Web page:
NFTs for all projects are stored in one big smart contract — we don’t create a new contract for each collection. All the projects are stored in one big mapping, called projects, where the key is just the index of the project (0,1,2,…):

As you may have noticed from the above screenshot, the contract uses a few more data structures to keep track of everything:

Let me explain the last 4 lines:

  • tokenId is the ID of an NFT and projectId is the ID of the project. The contract keeps track of the 2-way mapping between the two.
  • hash is the keccak256 hash value of the combination of [1) index of NFT, 2) block number, 3) block hash of prev. block, 4) address of the minter, 5) random value from a randomizer contract]. We will get to the randomizer contract in a bit. The hash value is computed during the mint function:

The project parameters can be changed by artists via a bunch of setters such as these:

But once the project is locked, many variables can never be changed.

That’s it for the “storing project info” functionality. Let’s move on to the next functionality implemented by the GenArt721Core.sol contract.

The entry point for generating the art is the tokenUri function. It’s one of the functions in the ERC-721 standard and is supposed to return the metadata (like images or attributes) of the NFT. Here is the implementation of tokenUri:

It has many if conditions, but it’s essentially just constructing the metadata path conditionally. Projects have the option of storing the metadata on IPFS (as an image or a JSON file) or, if the project is dynamic, the metadata can be served from a traditional HTTP API. Most of the projects are dynamic so we will focus on that case.

For example, the Fidenza collection (projectId=78) has the following metadata path:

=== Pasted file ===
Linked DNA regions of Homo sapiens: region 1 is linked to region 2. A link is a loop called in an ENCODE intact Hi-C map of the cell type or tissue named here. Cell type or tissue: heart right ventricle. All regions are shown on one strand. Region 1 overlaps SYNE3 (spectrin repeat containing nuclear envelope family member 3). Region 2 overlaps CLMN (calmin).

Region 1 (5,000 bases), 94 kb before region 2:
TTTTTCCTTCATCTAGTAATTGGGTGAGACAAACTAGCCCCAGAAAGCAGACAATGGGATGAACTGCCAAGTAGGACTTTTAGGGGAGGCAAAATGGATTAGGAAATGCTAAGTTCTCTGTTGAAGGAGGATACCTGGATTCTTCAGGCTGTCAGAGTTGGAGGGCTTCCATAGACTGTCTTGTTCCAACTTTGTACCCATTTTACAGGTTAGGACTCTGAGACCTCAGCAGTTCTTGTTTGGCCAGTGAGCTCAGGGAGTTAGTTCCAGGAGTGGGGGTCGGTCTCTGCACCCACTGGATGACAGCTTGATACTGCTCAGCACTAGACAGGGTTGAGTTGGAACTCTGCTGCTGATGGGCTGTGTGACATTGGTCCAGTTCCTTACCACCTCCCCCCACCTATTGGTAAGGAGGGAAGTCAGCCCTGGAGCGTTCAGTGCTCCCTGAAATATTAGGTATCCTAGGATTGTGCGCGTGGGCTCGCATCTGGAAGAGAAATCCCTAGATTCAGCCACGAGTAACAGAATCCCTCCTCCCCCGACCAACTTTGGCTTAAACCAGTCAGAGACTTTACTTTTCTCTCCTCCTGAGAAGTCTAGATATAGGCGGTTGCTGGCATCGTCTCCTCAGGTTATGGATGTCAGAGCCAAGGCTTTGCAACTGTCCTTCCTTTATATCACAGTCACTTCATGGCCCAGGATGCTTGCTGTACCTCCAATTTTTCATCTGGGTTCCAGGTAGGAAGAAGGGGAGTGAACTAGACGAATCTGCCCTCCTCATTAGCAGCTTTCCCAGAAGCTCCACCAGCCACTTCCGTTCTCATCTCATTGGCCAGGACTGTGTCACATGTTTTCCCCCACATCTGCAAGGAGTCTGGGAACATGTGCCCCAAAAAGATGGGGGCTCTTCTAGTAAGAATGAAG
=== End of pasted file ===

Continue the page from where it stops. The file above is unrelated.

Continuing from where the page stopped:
You can get this information from Etherscan. Just scroll down to “tokenURI”. If we navigate to this HTTP path, we get this JSON file:

Notice that the JSON file has a bunch of different information for trait types and project descriptions. It also has a link to the actual image:

So, what do you really own when you buy an NFT? In this case, you just own the tokenId. tokenUri function then maps the tokenId to either IPFS or HTTP link depending on the project settings. This link either points to the image directly or to a JSON that has attributes and a nested link to the image.

But how is the image generated/rendered? Unfortunately, the image is not generated on-chain. The smart contract only stores a JavaScript script needed to render the image. Art Blocks’ frontend then queries this script and generates the image on-demand in its traditional backend, not the blockchain backend.

Why is the image not generated/rendered on-chain? It’s because the scripts have library dependencies. The scripts depend on common JavaScript libraries such as p5.js and processing which are commonly used by designers to create generative images. It would be very expensive to put these dependency libraries on-chain and that’s why images are generated off-chain.

The instructions to render images (the rendering scripts) are stored on-chain though. You can check the stored scripts for yourself by navigating to projectScriptInfo on Etherscan. This will show you what library dependency the project script needs and how many scripts it has (if script is too long, it will be broken down into many pieces):

The actual scripts are in projectScriptByIndex:

The scripts are stored as plain strings in the Project data structure:

You might wonder how the random patterns in the NFT collections are generated. When generating the images, the frontend does not pull just the scripts from the smart contract. It also pulls the hash string. Remember the hash string?

This hash can be read off from the contract from the tokenIdToHash mapping. The hash string is used as the input/seed during the image generation process. The hash string controls the parameters of the image (for example, how squiggly the Chromie Squiggle becomes).

Lots of information is combined to produce the hash. One of the inputs is the address of the minter. This way, the minter participates in the image generation process and the NFT becomes unique to the minter. (If someone else were to mint the same token under the same exact conditions, he would get a different image because his address would be different).

Another input to the hash is the returnValue from a randomizerContract. It appears that this contract is not open-source (not verified on Etherscan) so we can’t see its code. But it’s most likely a pseudo-random number generator that generates random numbers on-chain from sources such as the block number of the last mint.